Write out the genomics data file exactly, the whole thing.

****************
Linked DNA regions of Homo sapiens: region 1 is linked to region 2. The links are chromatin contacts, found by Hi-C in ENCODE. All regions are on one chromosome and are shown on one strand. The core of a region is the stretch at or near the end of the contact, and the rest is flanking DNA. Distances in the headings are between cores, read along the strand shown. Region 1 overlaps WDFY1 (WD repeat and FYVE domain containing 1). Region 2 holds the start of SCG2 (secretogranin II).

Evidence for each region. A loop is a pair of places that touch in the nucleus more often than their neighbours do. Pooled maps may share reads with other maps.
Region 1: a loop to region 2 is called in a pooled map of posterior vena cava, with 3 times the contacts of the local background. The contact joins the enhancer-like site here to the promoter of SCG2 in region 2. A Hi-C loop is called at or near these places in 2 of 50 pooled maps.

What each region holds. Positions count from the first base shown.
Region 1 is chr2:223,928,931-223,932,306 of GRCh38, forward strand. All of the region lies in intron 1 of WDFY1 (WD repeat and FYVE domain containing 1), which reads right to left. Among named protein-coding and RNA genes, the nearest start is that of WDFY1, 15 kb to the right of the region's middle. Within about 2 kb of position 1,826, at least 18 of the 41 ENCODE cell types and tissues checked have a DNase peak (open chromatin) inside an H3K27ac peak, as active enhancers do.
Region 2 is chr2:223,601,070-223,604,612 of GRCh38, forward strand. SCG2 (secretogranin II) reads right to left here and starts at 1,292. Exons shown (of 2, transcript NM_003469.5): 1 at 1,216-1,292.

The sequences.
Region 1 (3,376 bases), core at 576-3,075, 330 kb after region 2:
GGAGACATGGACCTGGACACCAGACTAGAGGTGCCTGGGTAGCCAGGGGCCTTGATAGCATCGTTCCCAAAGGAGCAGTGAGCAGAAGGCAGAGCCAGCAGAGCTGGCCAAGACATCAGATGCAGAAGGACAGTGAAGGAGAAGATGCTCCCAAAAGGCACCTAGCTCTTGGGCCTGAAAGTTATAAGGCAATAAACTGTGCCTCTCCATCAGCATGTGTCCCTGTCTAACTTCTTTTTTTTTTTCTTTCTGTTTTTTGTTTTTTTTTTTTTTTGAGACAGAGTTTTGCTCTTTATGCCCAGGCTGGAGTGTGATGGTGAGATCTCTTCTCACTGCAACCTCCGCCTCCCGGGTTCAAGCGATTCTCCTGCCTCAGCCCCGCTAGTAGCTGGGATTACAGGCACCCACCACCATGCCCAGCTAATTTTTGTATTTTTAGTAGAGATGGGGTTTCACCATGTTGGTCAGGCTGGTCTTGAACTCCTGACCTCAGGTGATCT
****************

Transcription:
Linked DNA regions of Homo sapiens: region 1 is linked to region 2. The links are chromatin contacts, found by Hi-C in ENCODE. All regions are on one chromosome and are shown on one strand. The core of a region is the stretch at or near the end of the contact, and the rest is flanking DNA. Distances in the headings are between cores, read along the strand shown. Region 1 overlaps WDFY1 (WD repeat and FYVE domain containing 1). Region 2 holds the start of SCG2 (secretogranin II).

Evidence for each region. A loop is a pair of places that touch in the nucleus more often than their neighbours do. Pooled maps may share reads with other maps.
Region 1: a loop to region 2 is called in a pooled map of posterior vena cava, with 3 times the contacts of the local background. The contact joins the enhancer-like site here to the promoter of SCG2 in region 2. A Hi-C loop is called at or near these places in 2 of 50 pooled maps.

What each region holds. Positions count from the first base shown.
Region 1 is chr2:223,928,931-223,932,306 of GRCh38, forward strand. All of the region lies in intron 1 of WDFY1 (WD repeat and FYVE domain containing 1), which reads right to left. Among named protein-coding and RNA genes, the nearest start is that of WDFY1, 15 kb to the right of the region's middle. Within about 2 kb of position 1,826, at least 18 of the 41 ENCODE cell types and tissues checked have a DNase peak (open chromatin) inside an H3K27ac peak, as active enhancers do.
Region 2 is chr2:223,601,070-223,604,612 of GRCh38, forward strand. SCG2 (secretogranin II) reads right to left here and starts at 1,292. Exons shown (of 2, transcript NM_003469.5): 1 at 1,216-1,292.

The sequences.
Region 1 (3,376 bases), core at 576-3,075, 330 kb after region 2:
GGAGACATGGACCTGGACACCAGACTAGAGGTGCCTGGGTAGCCAGGGGCCTTGATAGCATCGTTCCCAAAGGAGCAGTGAGCAGAAGGCAGAGCCAGCAGAGCTGGCCAAGACATCAGATGCAGAAGGACAGTGAAGGAGAAGATGCTCCCAAAAGGCACCTAGCTCTTGGGCCTGAAAGTTATAAGGCAATAAACTGTGCCTCTCCATCAGCATGTGTCCCTGTCTAACTTCTTTTTTTTTTTCTTTCTGTTTTTTGTTTTTTTTTTTTTTTGAGACAGAGTTTTGCTCTTTATGCCCAGGCTGGAGTGTGATGGTGAGATCTCTTCTCACTGCAACCTCCGCCTCCCGGGTTCAAGCGATTCTCCTGCCTCAGCCCCGCTAGTAGCTGGGATTACAGGCACCCACCACCATGCCCAGCTAATTTTTGTATTTTTAGTAGAGATGGGGTTTCACCATGTTGGTCAGGCTGGTCTTGAACTCCTGACCTCAGGTGATCT